If you’ve visited Iceland in the summer, you’ll have seen plenty of sheep hanging out in the hills. They roam wild and free, often in small groups. These fascinating creatures, brought to Iceland by early settlers, are a hardy breed well-suited to Iceland’s harsh conditions.
Get out of the road!
Lambing generally occurs around May, and in June the sheep are released to roam in the countryside. This breed is tough, independent and doesn’t have a strong flocking instinct, so you’re likely to see mother-and-children trios both high up in the fells and hanging out by the road. These are the ones to watch out for! Particularly in early summer, the lambs are prone to panicking and dashing across the road with no warning at all. Wise drivers know to slow right down if they see two sheep standing on opposite sides of the road, as one of them will almost certainly make a run for it!
Why are they here?
Sheep in Iceland are primarily bred for meat. Lamb features commonly on menus throughout the country, with meat from older sheep often used in slow-cooked dishes. One example would be the traditional kjötsúpa, or meat soup.
Icelandic sheep also grow a distinctive double coat, with a thick, weatherproof outer layer and warm, insulating inner fleece. These two distinct coats are spun together to produce lopi yarn, which is then knitted into traditional lopapeysas (sweatshirts). Knitting with lopi produces garments which are cosy, sturdy, and offer a degree of weather resistance – perfect for the local climate! Lopi yarn is also widely sold in a range of colours in stores around the country, so you can even make your own traditional jumper!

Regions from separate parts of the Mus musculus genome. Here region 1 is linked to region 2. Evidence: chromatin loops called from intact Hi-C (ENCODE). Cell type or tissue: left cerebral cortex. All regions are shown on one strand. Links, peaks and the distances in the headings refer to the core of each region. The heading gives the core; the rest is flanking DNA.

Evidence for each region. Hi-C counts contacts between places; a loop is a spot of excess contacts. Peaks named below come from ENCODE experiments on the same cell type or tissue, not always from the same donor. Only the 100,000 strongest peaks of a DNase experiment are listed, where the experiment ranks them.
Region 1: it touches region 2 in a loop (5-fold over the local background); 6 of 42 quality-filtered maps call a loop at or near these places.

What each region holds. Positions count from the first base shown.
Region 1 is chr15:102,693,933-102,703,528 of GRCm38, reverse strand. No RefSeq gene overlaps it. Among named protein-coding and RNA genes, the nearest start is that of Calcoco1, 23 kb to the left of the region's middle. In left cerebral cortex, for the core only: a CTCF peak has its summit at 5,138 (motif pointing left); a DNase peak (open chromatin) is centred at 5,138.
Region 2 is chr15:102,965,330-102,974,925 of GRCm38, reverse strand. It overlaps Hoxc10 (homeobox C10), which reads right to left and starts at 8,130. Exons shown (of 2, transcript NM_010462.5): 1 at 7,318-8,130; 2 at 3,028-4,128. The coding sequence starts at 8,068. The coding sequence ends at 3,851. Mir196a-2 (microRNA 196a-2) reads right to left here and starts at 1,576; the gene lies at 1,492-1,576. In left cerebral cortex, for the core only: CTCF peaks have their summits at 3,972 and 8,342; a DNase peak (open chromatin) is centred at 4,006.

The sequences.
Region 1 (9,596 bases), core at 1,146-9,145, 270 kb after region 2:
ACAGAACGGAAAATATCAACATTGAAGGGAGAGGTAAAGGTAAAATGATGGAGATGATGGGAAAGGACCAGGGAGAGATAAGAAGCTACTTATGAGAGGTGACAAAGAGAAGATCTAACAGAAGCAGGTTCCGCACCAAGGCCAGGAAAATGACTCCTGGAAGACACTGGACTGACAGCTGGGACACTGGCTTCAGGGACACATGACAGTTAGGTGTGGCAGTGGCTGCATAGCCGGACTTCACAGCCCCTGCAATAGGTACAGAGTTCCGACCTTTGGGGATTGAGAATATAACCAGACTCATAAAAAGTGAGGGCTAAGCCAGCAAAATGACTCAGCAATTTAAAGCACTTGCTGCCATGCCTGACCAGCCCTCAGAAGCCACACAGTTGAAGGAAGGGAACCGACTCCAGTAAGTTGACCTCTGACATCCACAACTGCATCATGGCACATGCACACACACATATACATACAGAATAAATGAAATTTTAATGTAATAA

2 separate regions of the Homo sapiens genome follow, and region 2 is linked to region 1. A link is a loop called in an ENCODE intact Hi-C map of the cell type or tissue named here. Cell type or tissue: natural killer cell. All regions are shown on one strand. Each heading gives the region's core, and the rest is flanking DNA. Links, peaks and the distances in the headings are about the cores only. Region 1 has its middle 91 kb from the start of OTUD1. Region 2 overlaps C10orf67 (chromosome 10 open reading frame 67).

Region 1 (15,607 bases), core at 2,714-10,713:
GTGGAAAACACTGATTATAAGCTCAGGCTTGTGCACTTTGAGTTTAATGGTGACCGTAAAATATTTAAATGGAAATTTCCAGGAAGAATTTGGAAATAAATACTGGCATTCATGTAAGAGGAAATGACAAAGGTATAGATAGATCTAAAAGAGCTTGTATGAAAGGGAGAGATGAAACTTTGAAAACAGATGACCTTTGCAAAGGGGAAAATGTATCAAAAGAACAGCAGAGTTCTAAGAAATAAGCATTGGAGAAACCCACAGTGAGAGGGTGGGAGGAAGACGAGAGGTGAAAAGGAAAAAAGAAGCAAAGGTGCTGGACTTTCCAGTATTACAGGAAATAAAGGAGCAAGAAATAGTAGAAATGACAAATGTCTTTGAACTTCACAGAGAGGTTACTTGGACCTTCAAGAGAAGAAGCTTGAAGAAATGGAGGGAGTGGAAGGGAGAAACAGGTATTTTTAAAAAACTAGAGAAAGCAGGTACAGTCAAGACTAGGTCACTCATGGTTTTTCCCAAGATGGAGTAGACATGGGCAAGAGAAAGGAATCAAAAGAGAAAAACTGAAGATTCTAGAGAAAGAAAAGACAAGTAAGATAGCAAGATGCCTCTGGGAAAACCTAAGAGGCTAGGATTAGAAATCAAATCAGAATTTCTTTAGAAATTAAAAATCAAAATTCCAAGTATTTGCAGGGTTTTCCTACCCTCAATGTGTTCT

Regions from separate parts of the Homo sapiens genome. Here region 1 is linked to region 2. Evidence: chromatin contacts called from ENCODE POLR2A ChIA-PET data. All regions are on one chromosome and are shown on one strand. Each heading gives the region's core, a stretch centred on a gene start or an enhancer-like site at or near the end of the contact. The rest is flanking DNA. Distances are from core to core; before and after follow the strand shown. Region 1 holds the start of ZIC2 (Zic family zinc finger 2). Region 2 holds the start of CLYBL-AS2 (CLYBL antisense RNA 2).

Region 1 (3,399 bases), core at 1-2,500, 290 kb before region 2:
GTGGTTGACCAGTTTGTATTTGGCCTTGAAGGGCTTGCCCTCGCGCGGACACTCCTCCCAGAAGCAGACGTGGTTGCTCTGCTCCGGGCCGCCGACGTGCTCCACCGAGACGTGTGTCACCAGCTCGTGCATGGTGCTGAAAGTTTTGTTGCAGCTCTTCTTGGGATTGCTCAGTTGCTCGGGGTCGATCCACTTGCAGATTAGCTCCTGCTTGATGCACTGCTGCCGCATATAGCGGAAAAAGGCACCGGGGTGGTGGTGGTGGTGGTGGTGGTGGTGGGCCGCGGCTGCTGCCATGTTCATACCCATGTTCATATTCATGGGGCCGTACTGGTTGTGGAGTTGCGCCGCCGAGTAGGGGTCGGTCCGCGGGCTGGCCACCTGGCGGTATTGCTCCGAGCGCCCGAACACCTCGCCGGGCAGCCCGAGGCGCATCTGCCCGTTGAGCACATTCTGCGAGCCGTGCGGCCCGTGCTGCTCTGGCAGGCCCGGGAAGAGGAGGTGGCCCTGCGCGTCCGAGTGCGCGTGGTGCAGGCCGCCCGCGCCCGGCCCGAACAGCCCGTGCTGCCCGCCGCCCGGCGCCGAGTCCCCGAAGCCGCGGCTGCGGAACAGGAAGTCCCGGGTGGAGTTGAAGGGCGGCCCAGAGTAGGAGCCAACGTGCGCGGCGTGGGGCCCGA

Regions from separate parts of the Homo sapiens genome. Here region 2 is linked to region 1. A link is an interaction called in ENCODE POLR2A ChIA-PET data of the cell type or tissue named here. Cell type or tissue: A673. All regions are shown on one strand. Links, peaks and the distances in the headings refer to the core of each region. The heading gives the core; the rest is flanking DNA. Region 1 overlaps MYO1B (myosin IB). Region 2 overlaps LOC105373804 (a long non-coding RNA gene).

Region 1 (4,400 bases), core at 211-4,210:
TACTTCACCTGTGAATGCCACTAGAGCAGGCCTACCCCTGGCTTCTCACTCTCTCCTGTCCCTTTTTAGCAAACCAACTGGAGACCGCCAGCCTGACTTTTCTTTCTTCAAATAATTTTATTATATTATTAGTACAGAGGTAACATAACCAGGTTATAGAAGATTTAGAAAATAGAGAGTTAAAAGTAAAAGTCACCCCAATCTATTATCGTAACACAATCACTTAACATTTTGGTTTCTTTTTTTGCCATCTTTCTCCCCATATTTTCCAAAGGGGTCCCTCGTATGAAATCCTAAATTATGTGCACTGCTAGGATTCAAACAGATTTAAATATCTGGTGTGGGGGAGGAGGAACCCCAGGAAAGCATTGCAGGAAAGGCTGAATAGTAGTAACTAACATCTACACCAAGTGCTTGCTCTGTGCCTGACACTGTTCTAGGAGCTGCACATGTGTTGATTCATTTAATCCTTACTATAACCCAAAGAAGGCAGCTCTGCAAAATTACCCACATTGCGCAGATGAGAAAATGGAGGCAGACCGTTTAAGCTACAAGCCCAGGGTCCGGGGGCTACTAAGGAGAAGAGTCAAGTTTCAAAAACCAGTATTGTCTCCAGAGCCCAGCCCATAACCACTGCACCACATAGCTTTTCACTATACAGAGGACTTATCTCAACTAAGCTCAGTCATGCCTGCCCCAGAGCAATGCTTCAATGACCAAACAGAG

So… what happens in September?
September is when the annual sheep roundup, known as the réttir, takes place. This is a huge event, as farming communities band together to bring their flocks down from the high mountains.
This traditionally involves riding out on horseback, or hiking up into the hills when the terrain becomes too steep for horses. Farmers often head out with dogs to assist in bringing the stubborn sheep back down to the lowlands. The sheep are then gathered in pens, where they’re later separated according to who they belong to. This is determined by the codes printed on their ear tags.
Réttir is a huge event in Iceland and is a time for working hard and celebrating hard afterwards! At Sóti Lodge, we’re right in the midst of the farming community in Fljót, and it’s not uncommon to see farmers on horseback helping corral livestock back into their pens. By the time winter’s worst storms are striking, these sheep will be tucked safely away in warm barns, happily chewing through bales of summer hay, and no doubt dreaming of the warmer days to come.